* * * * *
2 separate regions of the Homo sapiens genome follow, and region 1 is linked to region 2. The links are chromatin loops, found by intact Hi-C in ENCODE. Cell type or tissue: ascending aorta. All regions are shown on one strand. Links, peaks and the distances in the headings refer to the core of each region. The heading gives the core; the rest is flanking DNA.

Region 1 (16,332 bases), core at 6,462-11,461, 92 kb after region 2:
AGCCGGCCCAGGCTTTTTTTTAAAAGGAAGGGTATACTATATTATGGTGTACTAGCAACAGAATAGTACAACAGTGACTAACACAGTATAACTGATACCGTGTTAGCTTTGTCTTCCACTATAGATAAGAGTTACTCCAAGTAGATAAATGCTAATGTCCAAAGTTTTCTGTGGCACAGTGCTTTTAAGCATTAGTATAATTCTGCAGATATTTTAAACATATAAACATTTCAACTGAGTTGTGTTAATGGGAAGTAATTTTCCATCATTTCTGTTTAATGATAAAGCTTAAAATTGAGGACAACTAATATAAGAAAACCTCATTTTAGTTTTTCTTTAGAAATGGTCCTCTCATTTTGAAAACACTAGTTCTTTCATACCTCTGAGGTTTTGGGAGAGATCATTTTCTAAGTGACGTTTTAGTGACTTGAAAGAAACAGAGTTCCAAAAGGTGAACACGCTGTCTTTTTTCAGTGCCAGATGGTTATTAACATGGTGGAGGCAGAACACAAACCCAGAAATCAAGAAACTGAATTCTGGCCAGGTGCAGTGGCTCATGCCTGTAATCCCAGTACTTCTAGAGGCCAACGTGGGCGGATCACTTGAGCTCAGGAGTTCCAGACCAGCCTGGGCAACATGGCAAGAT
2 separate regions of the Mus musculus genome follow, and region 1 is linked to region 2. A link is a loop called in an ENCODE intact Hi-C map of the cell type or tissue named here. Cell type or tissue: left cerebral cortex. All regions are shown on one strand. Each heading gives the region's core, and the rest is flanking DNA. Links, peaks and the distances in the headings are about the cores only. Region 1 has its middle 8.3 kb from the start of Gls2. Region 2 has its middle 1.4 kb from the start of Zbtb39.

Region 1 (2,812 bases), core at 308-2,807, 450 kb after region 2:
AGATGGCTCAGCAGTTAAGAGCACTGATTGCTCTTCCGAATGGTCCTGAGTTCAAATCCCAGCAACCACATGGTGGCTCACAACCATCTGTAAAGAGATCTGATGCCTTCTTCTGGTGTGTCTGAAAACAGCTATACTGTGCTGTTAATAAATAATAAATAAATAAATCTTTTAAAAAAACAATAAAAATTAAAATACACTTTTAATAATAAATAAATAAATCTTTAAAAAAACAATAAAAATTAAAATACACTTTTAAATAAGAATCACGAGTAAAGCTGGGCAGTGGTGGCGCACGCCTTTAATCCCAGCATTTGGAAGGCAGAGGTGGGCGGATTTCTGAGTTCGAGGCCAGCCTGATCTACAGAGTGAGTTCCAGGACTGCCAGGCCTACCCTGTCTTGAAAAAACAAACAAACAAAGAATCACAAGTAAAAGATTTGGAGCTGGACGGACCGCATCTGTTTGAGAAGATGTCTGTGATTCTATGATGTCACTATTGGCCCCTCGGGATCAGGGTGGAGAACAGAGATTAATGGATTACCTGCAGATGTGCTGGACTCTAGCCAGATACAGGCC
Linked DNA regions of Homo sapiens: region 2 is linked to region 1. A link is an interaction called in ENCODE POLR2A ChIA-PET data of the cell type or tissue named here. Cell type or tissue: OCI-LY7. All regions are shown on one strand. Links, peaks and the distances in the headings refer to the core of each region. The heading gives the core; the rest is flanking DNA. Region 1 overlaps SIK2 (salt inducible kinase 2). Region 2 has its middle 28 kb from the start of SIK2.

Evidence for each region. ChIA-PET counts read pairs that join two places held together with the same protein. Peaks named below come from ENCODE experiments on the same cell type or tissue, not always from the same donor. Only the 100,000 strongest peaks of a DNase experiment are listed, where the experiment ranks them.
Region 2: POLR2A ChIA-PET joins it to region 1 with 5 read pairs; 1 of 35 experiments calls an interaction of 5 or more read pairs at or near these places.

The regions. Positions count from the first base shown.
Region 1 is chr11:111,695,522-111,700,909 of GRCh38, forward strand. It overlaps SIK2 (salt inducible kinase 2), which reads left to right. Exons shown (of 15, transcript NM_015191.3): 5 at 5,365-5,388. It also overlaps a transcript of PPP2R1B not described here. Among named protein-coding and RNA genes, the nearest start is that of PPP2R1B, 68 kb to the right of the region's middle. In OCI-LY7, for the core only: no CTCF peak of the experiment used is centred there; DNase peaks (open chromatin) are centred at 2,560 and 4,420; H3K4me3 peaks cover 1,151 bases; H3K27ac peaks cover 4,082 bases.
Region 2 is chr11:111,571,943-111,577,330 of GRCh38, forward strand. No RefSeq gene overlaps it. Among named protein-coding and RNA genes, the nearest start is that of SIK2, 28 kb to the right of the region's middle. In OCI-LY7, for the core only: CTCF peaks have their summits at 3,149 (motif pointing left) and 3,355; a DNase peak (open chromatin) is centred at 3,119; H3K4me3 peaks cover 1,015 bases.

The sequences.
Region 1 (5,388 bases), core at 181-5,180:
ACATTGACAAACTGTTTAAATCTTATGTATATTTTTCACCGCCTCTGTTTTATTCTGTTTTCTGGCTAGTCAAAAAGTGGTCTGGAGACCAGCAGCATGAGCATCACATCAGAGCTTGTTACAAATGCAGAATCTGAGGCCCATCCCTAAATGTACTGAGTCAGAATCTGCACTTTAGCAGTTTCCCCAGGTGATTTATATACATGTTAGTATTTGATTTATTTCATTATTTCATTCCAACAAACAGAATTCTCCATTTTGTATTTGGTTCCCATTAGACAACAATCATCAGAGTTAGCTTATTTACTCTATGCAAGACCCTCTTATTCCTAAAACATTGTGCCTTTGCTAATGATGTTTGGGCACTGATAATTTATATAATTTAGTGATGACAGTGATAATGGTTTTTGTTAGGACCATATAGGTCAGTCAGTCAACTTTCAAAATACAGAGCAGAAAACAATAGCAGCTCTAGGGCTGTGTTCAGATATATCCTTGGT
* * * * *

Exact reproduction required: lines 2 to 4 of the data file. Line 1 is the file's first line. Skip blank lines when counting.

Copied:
Region 1 (16,332 bases), core at 6,462-11,461, 92 kb after region 2:
AGCCGGCCCAGGCTTTTTTTTAAAAGGAAGGGTATACTATATTATGGTGTACTAGCAACAGAATAGTACAACAGTGACTAACACAGTATAACTGATACCGTGTTAGCTTTGTCTTCCACTATAGATAAGAGTTACTCCAAGTAGATAAATGCTAATGTCCAAAGTTTTCTGTGGCACAGTGCTTTTAAGCATTAGTATAATTCTGCAGATATTTTAAACATATAAACATTTCAACTGAGTTGTGTTAATGGGAAGTAATTTTCCATCATTTCTGTTTAATGATAAAGCTTAAAATTGAGGACAACTAATATAAGAAAACCTCATTTTAGTTTTTCTTTAGAAATGGTCCTCTCATTTTGAAAACACTAGTTCTTTCATACCTCTGAGGTTTTGGGAGAGATCATTTTCTAAGTGACGTTTTAGTGACTTGAAAGAAACAGAGTTCCAAAAGGTGAACACGCTGTCTTTTTTCAGTGCCAGATGGTTATTAACATGGTGGAGGCAGAACACAAACCCAGAAATCAAGAAACTGAATTCTGGCCAGGTGCAGTGGCTCATGCCTGTAATCCCAGTACTTCTAGAGGCCAACGTGGGCGGATCACTTGAGCTCAGGAGTTCCAGACCAGCCTGGGCAACATGGCAAGAT
2 separate regions of the Mus musculus genome follow, and region 1 is linked to region 2. A link is a loop called in an ENCODE intact Hi-C map of the cell type or tissue named here. Cell type or tissue: left cerebral cortex. All regions are shown on one strand. Each heading gives the region's core, and the rest is flanking DNA. Links, peaks and the distances in the headings are about the cores only. Region 1 has its middle 8.3 kb from the start of Gls2. Region 2 has its middle 1.4 kb from the start of Zbtb39.